Moleskine is the go-to brand for notebooks and all things stationery in my eyes, and has been for some time. It would be fair in saying it is like Apple Inc. in that Moleskine charge ridiculous prices for notebooks in which you could find for £0.99p in WHS, or another store of that kind. Regardless of that, I still buy their products, and I’m sure many other people do too. Simply because they’re the best at what they do, just like Apple. I recently bought a new addition to my ‘collection’ of Moleskine products, which was a standard A4 soft back notebook, not exactly the most exiting of products I could have chosen but thats why I chose it. I didn’t buy it because I wanted to join a ‘community’, or buy into the brand, or even for a status symbol. I simply bought it because I liked it the most. Don’t get me wrong, it was rather expensive for a notebook, priced at around £14.00 and it holds no more pages then another generic notebook. It was the best looking notebook that I could find, with a sophisticated, smart and elegant black cover with a sort of sepia toned paper that is easy on the eyes as well as being of a much higher standard then the typical notebook. It’s the small things, the things that most people wouldn’t even think about when buying a notebook. The features make them easy to use, with an elastic strap so it doesn’t open up in your pocket or bag, losing inserts or whatnot. It has an extra section at the back to place another loose bits of paper, with the added ease of finding where you left off with a ribbon bookmark. Reading this to myself it sounds rather obsessive but these are the sole reasons why I purchase Moleskine products. The quality control is second-to-none, not only that but it has a history. I mean I didn’t buy it because of the history, but theres always a nice feeling when you know you have something that surpasses the base value, almost a sentimental value but not as personal.
The range of their products are vast also, whatever sort of paper you want, squared, lined, plain. Branching into pens, bags, folders, phone cases etc. There is no reason to buy another brand, just like Apple. Why would you want something else? It has everything, the style, its user-friendly, and you’re not ashamed to let people know you have one. I suppose that could make me an up-market buyer, or consumer, but I don’t buy it to make a statement or be noticed. You get what you pay for when making purchases, and it’s the same thing here; for me, previous notebooks in the past get damaged easily, the paper quality is poor, they’re ugly to look at and just appear of a low-standard, buy you could probably buy fourteen of these for one Moleskine. But they just don’t compete, Moleskine is one of those brands that look nice anywhere fitting in with all types of decor and style, almost like a piece of furniture or in this case more of an accessory. You can just place it anywhere, and it looks like it belongs there. What other notebook can you say the same about?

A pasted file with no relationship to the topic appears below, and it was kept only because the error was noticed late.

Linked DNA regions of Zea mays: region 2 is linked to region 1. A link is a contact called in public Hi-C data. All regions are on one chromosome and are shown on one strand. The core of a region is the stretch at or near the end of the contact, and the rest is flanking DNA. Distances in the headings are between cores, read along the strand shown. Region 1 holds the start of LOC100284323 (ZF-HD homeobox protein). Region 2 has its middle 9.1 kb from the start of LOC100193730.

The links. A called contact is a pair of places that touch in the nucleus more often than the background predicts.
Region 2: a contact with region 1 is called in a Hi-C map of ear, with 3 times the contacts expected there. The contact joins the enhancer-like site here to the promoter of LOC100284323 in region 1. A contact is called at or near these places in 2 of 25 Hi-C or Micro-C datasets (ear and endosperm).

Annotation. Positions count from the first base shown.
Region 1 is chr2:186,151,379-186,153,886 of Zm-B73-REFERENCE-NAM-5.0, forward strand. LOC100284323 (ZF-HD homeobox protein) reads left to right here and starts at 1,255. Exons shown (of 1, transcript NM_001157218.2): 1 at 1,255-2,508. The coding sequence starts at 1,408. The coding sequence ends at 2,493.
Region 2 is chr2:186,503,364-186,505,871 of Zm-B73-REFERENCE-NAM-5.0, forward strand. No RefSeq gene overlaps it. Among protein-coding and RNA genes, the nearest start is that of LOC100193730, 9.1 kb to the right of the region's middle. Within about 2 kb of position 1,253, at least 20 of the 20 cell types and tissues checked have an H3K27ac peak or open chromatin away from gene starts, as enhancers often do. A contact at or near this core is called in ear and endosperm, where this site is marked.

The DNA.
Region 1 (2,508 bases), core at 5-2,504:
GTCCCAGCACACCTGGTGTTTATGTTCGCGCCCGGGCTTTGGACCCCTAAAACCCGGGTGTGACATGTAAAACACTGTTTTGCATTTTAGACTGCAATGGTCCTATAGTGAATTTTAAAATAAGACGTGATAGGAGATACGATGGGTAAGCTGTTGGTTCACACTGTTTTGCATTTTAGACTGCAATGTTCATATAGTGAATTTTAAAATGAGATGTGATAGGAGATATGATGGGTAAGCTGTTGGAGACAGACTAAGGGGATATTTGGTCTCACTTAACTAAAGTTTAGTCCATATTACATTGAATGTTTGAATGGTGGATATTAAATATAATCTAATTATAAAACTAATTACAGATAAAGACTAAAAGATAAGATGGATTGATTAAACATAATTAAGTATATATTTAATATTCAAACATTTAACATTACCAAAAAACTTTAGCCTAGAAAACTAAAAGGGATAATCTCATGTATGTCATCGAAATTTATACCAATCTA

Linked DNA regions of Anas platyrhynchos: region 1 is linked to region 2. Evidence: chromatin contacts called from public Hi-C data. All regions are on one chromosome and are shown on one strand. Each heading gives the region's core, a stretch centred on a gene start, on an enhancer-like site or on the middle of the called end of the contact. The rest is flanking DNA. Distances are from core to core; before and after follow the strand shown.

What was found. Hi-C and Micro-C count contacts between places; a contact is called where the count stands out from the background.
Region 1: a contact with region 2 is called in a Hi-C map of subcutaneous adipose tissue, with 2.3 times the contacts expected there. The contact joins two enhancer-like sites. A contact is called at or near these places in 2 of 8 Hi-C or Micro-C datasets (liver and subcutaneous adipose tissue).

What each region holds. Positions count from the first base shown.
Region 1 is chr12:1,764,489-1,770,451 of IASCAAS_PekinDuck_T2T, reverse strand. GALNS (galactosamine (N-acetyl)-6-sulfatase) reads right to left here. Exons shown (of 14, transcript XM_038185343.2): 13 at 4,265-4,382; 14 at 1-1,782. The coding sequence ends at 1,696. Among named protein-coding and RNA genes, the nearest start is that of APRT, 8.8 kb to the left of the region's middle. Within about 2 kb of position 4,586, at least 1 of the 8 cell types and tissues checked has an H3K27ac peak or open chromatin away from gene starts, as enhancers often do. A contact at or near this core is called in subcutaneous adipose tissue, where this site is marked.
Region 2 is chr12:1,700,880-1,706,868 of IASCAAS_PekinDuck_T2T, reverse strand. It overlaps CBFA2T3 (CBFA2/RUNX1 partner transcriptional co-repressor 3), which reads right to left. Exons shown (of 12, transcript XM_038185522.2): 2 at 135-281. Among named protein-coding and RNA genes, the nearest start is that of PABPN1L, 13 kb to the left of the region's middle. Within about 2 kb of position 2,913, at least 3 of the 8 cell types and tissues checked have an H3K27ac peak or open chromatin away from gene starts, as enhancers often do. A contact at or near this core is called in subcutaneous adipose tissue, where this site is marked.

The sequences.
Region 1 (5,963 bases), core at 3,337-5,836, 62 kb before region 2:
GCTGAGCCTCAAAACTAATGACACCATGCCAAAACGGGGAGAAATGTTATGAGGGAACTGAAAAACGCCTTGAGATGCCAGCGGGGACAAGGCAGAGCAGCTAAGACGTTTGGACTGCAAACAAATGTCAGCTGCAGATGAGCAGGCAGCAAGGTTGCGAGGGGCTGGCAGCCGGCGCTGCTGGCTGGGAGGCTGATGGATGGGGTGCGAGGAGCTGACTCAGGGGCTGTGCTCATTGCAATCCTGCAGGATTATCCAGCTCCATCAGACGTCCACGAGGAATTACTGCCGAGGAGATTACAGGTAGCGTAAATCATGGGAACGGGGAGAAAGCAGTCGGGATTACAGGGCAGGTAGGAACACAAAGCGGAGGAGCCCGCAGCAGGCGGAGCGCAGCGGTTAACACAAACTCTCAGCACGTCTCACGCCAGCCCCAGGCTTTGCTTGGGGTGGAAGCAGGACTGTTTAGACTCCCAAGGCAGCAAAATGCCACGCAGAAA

Having thought about it, you could say that I’m brand loyal to them now. But thats not because of their marketing techniques, or whatever bonuses that gives me. It’s because they are the best of what they do, and never disappoint in any way, each one of their products are made to last, and are made to look, feel, and be used in a simple, elegant and easy way. Their adverts however, are quite interesting which I didn’t think would be possible as its just a notebook, though they’re intriguing and almost make you realise why you need one of their products. The best notebook adverts I’ve seen anyway, having said that however I wouldn’t say I'm swain by advertising. If I don’t want to buy something I won’t, and won’t be manipulated by an advert to do so.
I think my generation has built up a sort of immune system to advertising media, in the sense that we’re not easily persuaded by adverts or opinion. We’re very much our own people/persons and will buy/do something if only we want too. Although, overall I think I’m slightly overcritical about certain items, and then not so much about others. I suppose it depends on what product/service it is, and what the alternatives are to compare it too. If you can’t compare it to a higher standard, then that is the highest standard and thus you can’t be too critical. Take Apple products for example, you can’t start to say whats wrong with their products because they’re the leading products in their markets’, but you can criticise the lower alternatives. I don’t mean to say Moleskine is of the same standard in terms of market dominance as Apple, but share many of the same characteristics. Moleskine might has seemed like a boring and unimaginative choice of product/service but I thought I could show another alternative to what I think is the ‘Apple’ of the ‘notebook world’ and not only that but best describe how I buy, why I buy and what type of consumer I really am.